Putting Carbon Additives Into Perspective

Nov. 26, 2012 3:13 AM ET40 Comments
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John Petersen's Blog
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Long-Term Horizon, Alternative Energy

Contributor Since 2008

I'm a lawyer and accountant who's devoted the last four decades to advising entrepreneurs on corporate finance, SEC registration and reporting, and corporate governance matters. All of my client projects have involved high levels of uncertainty, compressed timelines, and urgent financial needs that demanded unparalleled responsiveness. I know how to get major projects completed on time and within budget.

I'm a 1979 graduate of the Notre Dame Law School and a 1976 graduate of the W.P. Carey School of Business at Arizona State University. I was admitted to the State Bar of Texas in 1980 and subsequently licensed to practice as a CPA in 1981. While I don't hold myself out as a practicing accountant, I regularly use my in-depth knowledge of accounting methods, processes, and procedures to offer nuts and bolts counsel to clients who need integrated advice on finance-driven legal matters.

As general counsel for the C Change Group, I'm involved in all of that company's domestic and international initiatives.

My materials from the European Lead Battery Conference in Paris arrived late last week and while there weren't many presentation graphs that were simple or clean enough for an investing blog, Norbert Maleschitz, the technical director of Germany's Banner Battery and the winner of the 2012 International Lead Award for lifetime contributions to the lead acid battery industry used this graph to show the dynamic charge acceptance differences between normal lead-pastes and lead pastes with carbon additives.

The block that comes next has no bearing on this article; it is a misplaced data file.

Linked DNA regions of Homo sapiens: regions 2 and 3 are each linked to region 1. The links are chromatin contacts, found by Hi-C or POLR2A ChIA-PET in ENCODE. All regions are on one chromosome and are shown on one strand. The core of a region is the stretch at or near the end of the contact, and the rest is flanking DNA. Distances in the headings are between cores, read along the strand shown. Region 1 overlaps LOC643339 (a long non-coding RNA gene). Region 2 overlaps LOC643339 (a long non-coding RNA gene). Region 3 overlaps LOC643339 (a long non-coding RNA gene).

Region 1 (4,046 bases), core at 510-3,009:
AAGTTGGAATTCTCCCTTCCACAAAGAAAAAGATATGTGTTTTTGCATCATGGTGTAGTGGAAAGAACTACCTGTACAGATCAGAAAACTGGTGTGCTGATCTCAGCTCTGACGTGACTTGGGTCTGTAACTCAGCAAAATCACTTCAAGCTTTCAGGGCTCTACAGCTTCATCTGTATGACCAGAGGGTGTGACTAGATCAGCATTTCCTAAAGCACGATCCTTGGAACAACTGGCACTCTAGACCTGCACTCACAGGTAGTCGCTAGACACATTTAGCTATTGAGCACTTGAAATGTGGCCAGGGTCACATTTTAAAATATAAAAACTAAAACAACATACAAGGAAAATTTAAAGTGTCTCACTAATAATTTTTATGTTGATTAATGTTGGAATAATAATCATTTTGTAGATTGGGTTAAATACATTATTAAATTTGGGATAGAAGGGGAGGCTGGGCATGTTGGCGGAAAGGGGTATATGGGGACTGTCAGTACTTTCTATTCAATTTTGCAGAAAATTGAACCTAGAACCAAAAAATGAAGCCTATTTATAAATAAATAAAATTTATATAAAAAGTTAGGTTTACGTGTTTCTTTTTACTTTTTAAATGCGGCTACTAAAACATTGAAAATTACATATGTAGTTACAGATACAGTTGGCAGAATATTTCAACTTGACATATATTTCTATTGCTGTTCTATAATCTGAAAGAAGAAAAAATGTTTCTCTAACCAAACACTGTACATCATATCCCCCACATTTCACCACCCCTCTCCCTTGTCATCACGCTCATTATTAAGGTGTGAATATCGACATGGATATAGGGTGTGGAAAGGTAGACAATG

It's unclear whether the batteries were flooded or AGM, but Banner is a primary battery supplier to both BMW and Audi so my best bet is that he was comparing AGM rather than flooded batteries.

The thing I like most about this graph is that it clearly shows while carbon additives do improve DCA, the gains are unimpressive when you remember that automakers want DCA in the 100+ Amp range for today's heavy micro-hybrids and even higher for their next generation micro-hybrids. It is worth noting that Exide Technologies (XIDE) has hitched its wagon to the carbon additives star.

In his presentation, Enders Dickenson of Axion Power International (OTC:AXPW) reminded delegates that the 2010 test results from Axion and BMW showed stable DCA of 100 Amps through 50,000 cycles. He also reported that Axion's current dual battery system demonstration is using a charge current of 150 Amps for a dual battery system where 91% of the charging load is absorbed by the PbC and 9% is absorbed by the flooded starter battery.

If the PbC performance lines were superimposed on the Maleschitz graph, the old values would be near the bottom of my first paragraph and the new values would be near the top of my first paragraph.

Disclosure: I am long OTC:AXPW.

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